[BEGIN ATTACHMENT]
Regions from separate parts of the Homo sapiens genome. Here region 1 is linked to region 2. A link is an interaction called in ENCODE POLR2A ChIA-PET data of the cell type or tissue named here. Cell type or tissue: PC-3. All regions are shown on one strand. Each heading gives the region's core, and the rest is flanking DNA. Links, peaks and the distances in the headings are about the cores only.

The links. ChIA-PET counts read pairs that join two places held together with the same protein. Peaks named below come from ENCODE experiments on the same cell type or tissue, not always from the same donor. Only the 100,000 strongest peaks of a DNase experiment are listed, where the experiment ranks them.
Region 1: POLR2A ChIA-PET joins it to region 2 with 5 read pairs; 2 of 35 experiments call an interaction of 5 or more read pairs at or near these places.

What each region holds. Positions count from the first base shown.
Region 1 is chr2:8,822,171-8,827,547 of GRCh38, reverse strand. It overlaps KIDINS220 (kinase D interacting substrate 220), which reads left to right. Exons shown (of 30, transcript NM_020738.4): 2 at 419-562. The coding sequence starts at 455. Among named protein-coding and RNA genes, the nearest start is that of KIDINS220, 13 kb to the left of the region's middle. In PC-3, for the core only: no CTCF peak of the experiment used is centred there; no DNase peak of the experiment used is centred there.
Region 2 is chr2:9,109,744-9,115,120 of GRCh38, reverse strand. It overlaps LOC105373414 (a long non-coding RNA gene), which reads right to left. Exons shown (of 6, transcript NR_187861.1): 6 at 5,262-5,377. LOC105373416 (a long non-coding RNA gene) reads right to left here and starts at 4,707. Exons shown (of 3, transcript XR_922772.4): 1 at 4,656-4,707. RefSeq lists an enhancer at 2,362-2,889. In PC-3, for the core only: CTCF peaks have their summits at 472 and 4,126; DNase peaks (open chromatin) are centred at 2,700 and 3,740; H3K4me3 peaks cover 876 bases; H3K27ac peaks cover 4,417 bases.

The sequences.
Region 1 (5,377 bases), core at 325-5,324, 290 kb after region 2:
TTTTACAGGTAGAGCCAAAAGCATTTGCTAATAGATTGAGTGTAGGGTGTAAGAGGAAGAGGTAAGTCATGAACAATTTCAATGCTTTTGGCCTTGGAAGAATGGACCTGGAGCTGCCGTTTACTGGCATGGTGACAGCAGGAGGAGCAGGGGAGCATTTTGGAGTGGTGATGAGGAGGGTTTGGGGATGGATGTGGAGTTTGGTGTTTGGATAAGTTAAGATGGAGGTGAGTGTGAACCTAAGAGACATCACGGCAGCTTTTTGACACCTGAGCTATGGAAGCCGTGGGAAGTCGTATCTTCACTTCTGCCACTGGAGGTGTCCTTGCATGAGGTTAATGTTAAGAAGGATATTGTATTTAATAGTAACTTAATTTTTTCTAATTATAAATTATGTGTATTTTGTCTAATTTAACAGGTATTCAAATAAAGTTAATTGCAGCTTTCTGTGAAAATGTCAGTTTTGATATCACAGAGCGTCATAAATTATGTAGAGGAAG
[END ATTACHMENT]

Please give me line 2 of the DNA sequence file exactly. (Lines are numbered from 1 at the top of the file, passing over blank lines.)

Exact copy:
The links. ChIA-PET counts read pairs that join two places held together with the same protein. Peaks named below come from ENCODE experiments on the same cell type or tissue, not always from the same donor. Only the 100,000 strongest peaks of a DNase experiment are listed, where the experiment ranks them.